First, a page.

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European Union  |  December 01, 2023 12:20:00, updated

Questions & Answers on the NGEU Green Bond Allocation and Impact Report

NGEU Green Bond Allocation and Impact Report

Why is the EU issuing green bonds?

President von der Leyen announced in her State of the Union address of 2020 the European Commission`s intention to issue 30% of the NextGenerationEU financing through green bonds.

Under NextGenerationEU (NGEU) at least 37% of spending in Member States' Recovery and Resilience Plans (RRPs) will be used for sustainable investments and reforms in areas such as green infrastructure and renewable energy. Proceeds from NGEU Green Bonds are used to finance these investments.

NGEU Green Bonds issuances:

  • Bring a new highly rated and liquid green asset to the market, allowing a wide range of investors access to green investments;
  • Enable the European Commission to access a wider range of investors;
  • Allow investors to diversify their portfolio of green investments with a highly rated liquid asset, thereby potentially accelerating a virtuous circle of sustainable investments;
  • Further boost the green bond market and serve as an inspiration to other issuers;
  • Strengthen the role of the EU and of the euro in the sustainable finance markets.

How does the issuance of NGEU Green Bonds help in achieving the EU climate targets such as 55% reduction by 2030 and climate neutrality by 2050?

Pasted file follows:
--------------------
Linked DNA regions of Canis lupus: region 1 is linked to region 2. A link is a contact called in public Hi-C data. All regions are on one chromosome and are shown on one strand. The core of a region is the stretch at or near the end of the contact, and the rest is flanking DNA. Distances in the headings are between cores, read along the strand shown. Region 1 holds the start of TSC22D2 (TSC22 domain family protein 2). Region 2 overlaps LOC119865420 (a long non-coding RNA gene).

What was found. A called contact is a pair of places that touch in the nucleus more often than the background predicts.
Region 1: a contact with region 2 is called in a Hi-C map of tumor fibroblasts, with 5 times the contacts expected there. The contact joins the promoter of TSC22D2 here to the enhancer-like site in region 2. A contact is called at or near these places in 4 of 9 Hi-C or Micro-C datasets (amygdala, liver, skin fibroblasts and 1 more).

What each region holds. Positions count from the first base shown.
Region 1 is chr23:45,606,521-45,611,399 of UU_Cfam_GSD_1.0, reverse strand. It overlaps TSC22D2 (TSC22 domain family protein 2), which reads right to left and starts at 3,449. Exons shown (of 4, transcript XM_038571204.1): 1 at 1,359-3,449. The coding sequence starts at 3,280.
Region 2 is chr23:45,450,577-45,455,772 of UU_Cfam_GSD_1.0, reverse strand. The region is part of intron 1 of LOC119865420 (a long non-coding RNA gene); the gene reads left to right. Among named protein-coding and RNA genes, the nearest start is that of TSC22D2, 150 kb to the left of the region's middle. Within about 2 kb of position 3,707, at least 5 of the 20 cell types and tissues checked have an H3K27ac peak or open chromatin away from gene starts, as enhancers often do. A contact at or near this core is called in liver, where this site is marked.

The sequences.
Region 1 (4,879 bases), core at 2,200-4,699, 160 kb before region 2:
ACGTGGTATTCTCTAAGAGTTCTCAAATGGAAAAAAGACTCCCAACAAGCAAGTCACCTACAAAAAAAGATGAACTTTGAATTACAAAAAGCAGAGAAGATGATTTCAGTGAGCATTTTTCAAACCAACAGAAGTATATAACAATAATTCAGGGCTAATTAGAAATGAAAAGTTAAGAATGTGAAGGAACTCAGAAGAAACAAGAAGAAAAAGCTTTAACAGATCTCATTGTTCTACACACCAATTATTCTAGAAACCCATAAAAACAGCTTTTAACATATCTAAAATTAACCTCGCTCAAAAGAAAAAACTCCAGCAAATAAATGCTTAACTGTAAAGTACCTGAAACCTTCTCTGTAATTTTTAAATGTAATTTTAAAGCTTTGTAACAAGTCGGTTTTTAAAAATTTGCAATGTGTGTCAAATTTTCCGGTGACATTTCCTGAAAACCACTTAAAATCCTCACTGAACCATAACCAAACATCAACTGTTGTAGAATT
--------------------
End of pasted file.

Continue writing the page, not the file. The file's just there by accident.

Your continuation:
The NGEU Green Bonds proceeds help finance the climate-relevant investments of Member States' Recovery and Resilience Plans. These plans must be consistent with national energy and climate plans. NGEU Green Bond proceeds hence contribute directly to achieving national climate plans. In addition, NGEU Green Bonds further bolster the European sustainable finance markets, by further increasing much needed financial flows to green economic activities.

Full implementation of all measurable climate-relevant actions can reduce greenhouse gas emissions by 44 million tonnes per annum, which is equivalent to 1.2% of aggregate EU greenhouse gas emissions in 2022. These are very conservative estimates as the implementation of climate-relevant projects is at an early stage. The 1.2% reduction of GHG emissions is equivalent to, for example, a reduction of 81% of all emissions caused by the construction sector in the EU in 2022.

What is the NGEU Green Bond Allocation and Impact report, and why is it published now?

This report constitutes the first comprehensive NGEU Green Bond report that also discloses climate impact since the start of the NGEU Green Bond programme in 2021.